so i've been t1 diabetic since a year and it was going all fine, i even reached A1c of 6.3, until 5 months later i started gaining weight, like 3-4 kgs, i tried to lose them but it was REALLY hard and when i asked a nurse she said it is gonna be hard because i'm on insulin. the thing is that if i cut foods i get hypoglycemic & if i try lessening my insulin doses i get hyperglycemic. i really dont know wat to do !. plus, i'm getting sick of all of it, the counting the logging the testing the medication the dr visits the blood tests, it's all so freakin consuming, i'm not getting much of family support and it's going way out control like i'm now used to get morning readings of 240s ! i eat sugar and chocolate i dont count carbs i dont take my insulin when i'm having meal out wth friends. i alos have anemia and my last A1c 3 moths ago was 9.8. it's just freakin me out and i dont know wat to do. i'm afraid about my health & body and i want to get back to the way it used to be at the begining. i dont know how to do that.

Views: 30

Reply to This

Replies to This Discussion

Well first thing is first....don't ever skip insulin, why on earth would you do that?
i guess i get busy wth friends and it's like i dont care i can take it when i'm home!
Make diabetes your number 1 priority. Your friends will understand if you just take 1 or 2 minutes of your time with them to care for your health. After a while it will be completely normal for your friends that you test or inject insulin. It is not a big efford actually. But please do not try to ignore your condition or it will kill or hurt you. It is bigger and stronger than you.
I would encourage you to have an adult heart to heart conversation with yourself and choose to get this thing under control. There is no excuse for not taking your insulin or attempting to control your diabetes. If you are suffering from depression, you need to get professional help. The sooner you take control of this situation the better your long term outlook will be. You have many on-line and professional resources that can get you up and going.
Take a deep breath and make a committment to yourself. Skipping doses, not matching your carbs to your insulin and deciding that you're sick of it only makes things worse. Diabetes isn't going to go away just because you ignore it - but you know that.

It's time to reset. Just pretend that you've been recently diagnosed and ask your doctor for some help bringing the numbers under control. You did it once and you can do it again. If trying to lose 4kg is going to make it difficult for you to commit to taking care of your diabetes, I suggest accept the weight gain.
First, I would guess that, in the beginning, you were having your "honeymoon" phase. That's when your body is still creating insulin and things are easier on you. I would guess that is probably gone now.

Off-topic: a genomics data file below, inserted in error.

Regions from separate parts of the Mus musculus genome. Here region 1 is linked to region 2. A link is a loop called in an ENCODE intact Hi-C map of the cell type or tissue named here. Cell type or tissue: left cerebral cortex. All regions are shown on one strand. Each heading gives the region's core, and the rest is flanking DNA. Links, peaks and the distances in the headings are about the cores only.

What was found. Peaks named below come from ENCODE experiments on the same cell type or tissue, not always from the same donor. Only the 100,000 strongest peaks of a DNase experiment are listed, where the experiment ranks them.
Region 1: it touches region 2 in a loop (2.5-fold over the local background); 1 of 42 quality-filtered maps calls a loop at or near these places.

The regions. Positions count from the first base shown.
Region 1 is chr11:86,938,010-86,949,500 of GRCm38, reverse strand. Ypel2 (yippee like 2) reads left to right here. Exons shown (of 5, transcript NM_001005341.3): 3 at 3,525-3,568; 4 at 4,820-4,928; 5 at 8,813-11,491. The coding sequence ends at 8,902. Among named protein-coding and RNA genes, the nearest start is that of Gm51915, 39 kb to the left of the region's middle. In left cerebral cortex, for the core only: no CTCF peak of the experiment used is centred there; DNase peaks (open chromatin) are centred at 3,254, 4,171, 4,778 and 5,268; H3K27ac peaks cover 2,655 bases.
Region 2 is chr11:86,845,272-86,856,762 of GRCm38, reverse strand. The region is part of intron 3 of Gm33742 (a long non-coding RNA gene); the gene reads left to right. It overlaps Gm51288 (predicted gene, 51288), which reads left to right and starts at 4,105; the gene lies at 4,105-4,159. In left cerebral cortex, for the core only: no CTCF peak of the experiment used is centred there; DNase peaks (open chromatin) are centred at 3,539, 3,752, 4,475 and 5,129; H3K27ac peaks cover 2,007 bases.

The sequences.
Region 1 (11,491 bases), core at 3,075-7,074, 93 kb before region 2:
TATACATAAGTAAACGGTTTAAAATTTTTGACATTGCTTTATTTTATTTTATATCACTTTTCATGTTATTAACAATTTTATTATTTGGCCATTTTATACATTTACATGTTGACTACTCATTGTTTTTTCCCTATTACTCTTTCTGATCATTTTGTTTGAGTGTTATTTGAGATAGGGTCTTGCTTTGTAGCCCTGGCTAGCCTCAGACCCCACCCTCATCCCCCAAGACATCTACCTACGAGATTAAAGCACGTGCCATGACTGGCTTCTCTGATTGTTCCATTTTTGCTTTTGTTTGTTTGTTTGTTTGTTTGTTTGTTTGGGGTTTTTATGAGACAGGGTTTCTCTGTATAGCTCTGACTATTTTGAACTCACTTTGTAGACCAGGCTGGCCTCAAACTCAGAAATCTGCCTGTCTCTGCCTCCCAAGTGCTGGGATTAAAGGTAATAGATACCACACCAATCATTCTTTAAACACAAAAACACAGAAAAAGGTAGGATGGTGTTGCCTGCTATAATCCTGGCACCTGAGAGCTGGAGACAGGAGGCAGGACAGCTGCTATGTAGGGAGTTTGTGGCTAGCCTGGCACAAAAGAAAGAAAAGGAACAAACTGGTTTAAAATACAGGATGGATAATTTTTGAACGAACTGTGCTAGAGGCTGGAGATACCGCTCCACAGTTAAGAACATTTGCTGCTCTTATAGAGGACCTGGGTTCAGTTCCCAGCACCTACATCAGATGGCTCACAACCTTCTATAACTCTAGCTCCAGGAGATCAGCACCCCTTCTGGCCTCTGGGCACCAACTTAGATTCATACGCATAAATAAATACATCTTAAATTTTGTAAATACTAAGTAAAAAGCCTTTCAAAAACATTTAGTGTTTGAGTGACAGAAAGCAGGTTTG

Second, unfortunately, you're just going to have to accept that you have diabetes and your life will never be the same. Yes, it's awful. Really awful, but you are one of the unlucky people who got diabetes, and there's nothing you can do, except accept it and try to make the best of it. You can try to rebel by not giving yourself insulin or not testing, but you will probably experience negative consequences later in life if you do so. I guess you can be grateful that you enjoyed those early years without diabetes and that you didn't have anything fatal, though that's not much.

But don't get worried if you're a little high or a little low; aim to be in range but accept that you will have mistakes.
Well, you can cut the sugar and chocolate (chocolate is okay if it is dark chocolate with a high cocoa content - and only one bit of it!). You can count carbs - easiest way to do this is to have only as much as will fit in the palm of your hands. And you could take some insulin. Keep low fat and if you get hungry have some crackers with something tasty on them. I like marmite (equavelent to vegemite where you are) or peanut butter ..... the choice is endless.

I totally sympathise with you on the logging, medicating ....... I have just bought a Contour USB meter which takes all the readings and you can download it into the computer and printed. I will let people know how I get on with it after I have had it a while, but reports I have read about it, have been very positive.

Your nurse is quite correct in saying that it is going to be hard because of the insulin. If you inject too much of it, the excess gets stored as fat. I used to be hyoglycaemic before I went diabetic. If I did not eat I would go low. I found it difficult to lose weight which is why when I turned diabetic (mine is down to a tumour on my pancreas) I could not understand why I was losing weight so quickly and seemingly without effort.

Unfortunately we do have to accept that vanity is not part of diabetes life. Sometimes I go on a lower dose of insulin for a few days to allow myself to go higher and that way I can lose weight, but I am not recommending this without talking to your nurse, but you must NEVER cut out insulin altogether. Yes, you might lose weight, but the long term consequences of doing this are simply not worth it.